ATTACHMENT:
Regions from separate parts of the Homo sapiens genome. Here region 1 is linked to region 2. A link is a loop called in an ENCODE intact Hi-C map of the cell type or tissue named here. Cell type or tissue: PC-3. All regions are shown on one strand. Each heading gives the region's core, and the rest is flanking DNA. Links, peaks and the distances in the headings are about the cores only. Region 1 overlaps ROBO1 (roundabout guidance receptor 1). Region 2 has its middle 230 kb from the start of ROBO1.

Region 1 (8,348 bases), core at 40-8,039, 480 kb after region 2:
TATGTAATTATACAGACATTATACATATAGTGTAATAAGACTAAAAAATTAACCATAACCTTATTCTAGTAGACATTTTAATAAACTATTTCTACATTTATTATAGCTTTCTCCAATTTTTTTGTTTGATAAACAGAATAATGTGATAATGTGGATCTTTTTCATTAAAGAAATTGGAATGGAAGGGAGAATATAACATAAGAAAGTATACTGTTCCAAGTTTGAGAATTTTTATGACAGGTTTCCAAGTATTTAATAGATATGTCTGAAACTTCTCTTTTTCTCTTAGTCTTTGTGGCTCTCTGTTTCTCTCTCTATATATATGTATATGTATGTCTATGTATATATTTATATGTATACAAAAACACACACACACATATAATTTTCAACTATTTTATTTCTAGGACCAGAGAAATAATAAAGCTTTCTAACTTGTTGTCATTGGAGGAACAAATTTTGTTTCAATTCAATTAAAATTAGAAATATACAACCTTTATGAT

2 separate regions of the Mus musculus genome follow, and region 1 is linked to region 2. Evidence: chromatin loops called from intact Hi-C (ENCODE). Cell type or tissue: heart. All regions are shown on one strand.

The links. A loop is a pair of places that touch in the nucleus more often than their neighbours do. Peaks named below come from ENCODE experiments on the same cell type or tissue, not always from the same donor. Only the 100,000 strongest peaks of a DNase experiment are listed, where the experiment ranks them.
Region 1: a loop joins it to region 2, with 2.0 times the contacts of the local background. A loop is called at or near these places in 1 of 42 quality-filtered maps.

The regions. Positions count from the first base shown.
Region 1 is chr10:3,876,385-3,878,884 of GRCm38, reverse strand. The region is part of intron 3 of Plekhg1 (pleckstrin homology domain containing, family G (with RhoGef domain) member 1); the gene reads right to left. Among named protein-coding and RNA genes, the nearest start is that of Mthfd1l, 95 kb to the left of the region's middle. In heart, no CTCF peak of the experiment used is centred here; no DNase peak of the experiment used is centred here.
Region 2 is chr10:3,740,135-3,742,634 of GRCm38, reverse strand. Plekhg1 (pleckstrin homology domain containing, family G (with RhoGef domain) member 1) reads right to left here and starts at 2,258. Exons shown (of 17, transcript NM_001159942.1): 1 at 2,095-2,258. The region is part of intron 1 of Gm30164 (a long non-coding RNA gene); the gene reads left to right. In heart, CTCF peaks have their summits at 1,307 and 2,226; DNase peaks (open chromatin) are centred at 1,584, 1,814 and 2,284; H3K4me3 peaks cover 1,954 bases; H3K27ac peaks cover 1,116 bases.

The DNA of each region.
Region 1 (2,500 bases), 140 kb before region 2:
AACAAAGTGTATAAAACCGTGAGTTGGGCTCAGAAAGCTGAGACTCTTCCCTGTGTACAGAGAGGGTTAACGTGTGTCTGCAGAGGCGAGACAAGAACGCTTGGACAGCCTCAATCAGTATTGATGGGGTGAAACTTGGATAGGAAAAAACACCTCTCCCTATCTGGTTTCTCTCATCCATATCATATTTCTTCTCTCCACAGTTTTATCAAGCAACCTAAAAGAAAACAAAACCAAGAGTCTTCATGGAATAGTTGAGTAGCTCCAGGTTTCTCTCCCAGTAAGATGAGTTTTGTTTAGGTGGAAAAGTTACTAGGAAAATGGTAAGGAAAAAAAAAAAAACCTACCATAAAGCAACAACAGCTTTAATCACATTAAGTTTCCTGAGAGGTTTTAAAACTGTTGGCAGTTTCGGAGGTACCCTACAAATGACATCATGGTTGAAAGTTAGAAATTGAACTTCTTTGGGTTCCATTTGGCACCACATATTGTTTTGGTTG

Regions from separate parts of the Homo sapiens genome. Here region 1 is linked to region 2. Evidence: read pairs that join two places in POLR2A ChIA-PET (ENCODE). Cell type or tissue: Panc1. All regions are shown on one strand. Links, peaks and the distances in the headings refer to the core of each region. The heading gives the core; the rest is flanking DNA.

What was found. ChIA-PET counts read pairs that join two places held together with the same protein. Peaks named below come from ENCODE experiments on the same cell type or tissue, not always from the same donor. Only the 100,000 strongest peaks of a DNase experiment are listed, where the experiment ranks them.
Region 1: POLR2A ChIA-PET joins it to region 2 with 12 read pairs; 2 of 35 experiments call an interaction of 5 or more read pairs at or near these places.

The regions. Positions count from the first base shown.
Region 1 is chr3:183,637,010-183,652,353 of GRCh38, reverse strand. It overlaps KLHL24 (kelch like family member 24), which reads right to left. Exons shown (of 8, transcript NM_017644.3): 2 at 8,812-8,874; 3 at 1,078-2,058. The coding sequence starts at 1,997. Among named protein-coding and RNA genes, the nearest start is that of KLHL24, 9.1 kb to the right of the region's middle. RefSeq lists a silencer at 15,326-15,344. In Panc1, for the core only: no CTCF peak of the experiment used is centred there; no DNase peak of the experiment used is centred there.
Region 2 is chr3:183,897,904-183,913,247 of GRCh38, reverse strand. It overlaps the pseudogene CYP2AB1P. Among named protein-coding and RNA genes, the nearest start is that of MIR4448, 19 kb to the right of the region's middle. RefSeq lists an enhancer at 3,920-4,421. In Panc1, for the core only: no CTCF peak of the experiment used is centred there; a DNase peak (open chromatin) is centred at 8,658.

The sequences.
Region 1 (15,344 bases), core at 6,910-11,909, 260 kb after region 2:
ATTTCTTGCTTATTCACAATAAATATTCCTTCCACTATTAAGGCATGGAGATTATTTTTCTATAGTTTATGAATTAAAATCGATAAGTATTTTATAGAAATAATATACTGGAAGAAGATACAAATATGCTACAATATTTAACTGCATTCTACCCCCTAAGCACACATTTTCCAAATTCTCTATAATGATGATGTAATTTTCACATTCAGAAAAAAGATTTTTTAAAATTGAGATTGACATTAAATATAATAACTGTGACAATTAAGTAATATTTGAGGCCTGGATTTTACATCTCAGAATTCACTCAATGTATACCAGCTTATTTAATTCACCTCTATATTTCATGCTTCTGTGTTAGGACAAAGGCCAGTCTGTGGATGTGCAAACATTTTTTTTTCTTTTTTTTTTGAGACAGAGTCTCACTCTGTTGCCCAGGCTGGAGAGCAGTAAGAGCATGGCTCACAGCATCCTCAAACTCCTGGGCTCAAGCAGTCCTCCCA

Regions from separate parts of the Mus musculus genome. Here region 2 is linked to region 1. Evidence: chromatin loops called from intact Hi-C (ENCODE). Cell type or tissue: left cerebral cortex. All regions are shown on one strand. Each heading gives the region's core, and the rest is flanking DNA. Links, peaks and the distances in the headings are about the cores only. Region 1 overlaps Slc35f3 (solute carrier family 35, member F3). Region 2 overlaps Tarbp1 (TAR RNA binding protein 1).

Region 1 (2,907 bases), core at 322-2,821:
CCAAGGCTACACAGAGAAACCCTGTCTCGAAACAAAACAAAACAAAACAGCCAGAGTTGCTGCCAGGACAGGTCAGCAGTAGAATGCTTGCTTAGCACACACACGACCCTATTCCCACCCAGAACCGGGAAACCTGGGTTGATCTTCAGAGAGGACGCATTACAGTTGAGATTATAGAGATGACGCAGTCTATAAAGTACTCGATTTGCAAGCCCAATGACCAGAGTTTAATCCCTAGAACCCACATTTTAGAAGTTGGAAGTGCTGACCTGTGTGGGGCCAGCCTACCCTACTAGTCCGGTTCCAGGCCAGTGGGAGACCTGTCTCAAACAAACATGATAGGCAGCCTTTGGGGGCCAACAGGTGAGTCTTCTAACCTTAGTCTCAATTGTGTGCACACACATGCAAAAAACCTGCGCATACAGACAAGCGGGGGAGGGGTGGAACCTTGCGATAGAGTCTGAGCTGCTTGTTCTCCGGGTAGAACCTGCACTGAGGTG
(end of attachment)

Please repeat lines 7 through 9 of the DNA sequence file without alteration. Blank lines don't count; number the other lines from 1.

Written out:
The regions. Positions count from the first base shown.
Region 1 is chr10:3,876,385-3,878,884 of GRCm38, reverse strand. The region is part of intron 3 of Plekhg1 (pleckstrin homology domain containing, family G (with RhoGef domain) member 1); the gene reads right to left. Among named protein-coding and RNA genes, the nearest start is that of Mthfd1l, 95 kb to the left of the region's middle. In heart, no CTCF peak of the experiment used is centred here; no DNase peak of the experiment used is centred here.
Region 2 is chr10:3,740,135-3,742,634 of GRCm38, reverse strand. Plekhg1 (pleckstrin homology domain containing, family G (with RhoGef domain) member 1) reads right to left here and starts at 2,258. Exons shown (of 17, transcript NM_001159942.1): 1 at 2,095-2,258. The region is part of intron 1 of Gm30164 (a long non-coding RNA gene); the gene reads left to right. In heart, CTCF peaks have their summits at 1,307 and 2,226; DNase peaks (open chromatin) are centred at 1,584, 1,814 and 2,284; H3K4me3 peaks cover 1,954 bases; H3K27ac peaks cover 1,116 bases.